The Relative Agreement Model of Opinion Dynamics in Populations with Complex Social Network Structure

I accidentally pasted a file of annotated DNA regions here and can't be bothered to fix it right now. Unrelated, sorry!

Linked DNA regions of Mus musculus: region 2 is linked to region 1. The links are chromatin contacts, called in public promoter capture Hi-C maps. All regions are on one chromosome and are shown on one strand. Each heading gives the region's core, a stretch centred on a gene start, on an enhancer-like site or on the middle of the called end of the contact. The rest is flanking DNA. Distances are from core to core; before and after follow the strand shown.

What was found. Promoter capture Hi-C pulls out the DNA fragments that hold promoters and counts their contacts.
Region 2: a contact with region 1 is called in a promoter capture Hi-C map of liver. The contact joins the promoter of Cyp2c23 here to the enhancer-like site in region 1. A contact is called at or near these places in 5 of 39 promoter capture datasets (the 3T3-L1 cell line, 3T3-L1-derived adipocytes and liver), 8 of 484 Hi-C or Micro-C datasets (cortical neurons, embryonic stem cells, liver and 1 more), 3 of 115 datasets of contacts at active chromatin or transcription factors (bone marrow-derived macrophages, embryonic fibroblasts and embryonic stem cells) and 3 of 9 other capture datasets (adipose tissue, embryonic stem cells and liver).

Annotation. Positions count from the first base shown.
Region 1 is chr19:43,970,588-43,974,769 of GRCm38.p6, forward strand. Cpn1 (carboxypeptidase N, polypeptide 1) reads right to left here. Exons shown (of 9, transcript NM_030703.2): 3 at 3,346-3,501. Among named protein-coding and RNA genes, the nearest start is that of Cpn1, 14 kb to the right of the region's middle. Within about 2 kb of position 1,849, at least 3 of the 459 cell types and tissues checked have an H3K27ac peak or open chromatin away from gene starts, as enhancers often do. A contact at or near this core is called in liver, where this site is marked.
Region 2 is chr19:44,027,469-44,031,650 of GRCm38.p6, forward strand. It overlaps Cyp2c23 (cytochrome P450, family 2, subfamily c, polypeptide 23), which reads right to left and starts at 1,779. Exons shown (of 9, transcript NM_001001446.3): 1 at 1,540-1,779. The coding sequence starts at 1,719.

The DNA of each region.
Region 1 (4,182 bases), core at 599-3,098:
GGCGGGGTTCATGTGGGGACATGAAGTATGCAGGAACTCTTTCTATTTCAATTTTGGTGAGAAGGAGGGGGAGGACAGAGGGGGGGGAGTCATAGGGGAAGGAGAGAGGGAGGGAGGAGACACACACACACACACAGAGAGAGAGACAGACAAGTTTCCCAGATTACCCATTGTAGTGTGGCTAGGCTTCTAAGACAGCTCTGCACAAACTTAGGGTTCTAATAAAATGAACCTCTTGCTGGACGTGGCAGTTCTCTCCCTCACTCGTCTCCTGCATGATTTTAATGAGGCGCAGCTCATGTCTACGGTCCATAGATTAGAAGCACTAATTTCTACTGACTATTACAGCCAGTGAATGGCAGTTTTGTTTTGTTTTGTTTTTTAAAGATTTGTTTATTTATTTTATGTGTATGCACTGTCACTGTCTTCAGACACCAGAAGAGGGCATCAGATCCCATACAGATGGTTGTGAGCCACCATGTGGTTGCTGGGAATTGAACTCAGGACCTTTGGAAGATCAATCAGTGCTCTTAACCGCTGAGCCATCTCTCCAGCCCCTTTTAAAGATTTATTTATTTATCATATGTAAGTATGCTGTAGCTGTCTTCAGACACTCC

Research in the field of Opinion Dynamics studies how the distribution of opinions in a population of agents alters over time, as a consequence of interactions among the agents and/or in response to external influencing factors. One of most widely-cited items of literature in this field is a paper by Deffuant et al. (2002) introducing the Relative Agreement (RA) model of opinion dynamics, published in the Journal of Artificial Societies and Social Simulation (JASSS). In a recent paper published in the same journal, Meadows & Cliff (2012) questioned some of the results published in Deffuant et al. (2002) and released public-domain source-code for implementations of the RA model that follow the description given by Deffuant et al., but which generate results with some significant qualitative differences. The results published by Meadows & Cliff (2012) follow the methodology of Deffuant et al. (2002), simulating a population of agents in which, in principle, any agent can influence the opinion of any other agent. That is, the ”social network” of the simulated agents is a fully connected graph. In contrast, in this paper we report on the results from a series of empirical experiments where the social network of the agent population is non-trivially structured, using the stochastic network construction algorithm introduced by Klemm & Eguiluz (2002), which allows variation of a single real-valued control parameter μ KE over the range [0,1], and which produces network topologies that have ”small world” characteristics when μ KE =0 and that have ”scale free” characteristics when μ KE =1. Using the public-domain source-code published in JASSS, we have studied the response of the dynamics of the RA model of opinion dynamics in populations of agents with complex social networks. Our primary findings are that variations in the clustering coefficient of the social networks (induced by altering μ KE ) have a significant effect on the opinion dynamics of the RA model operating on those networks, whereas the effect of variations in average shortest path length is much weaker.
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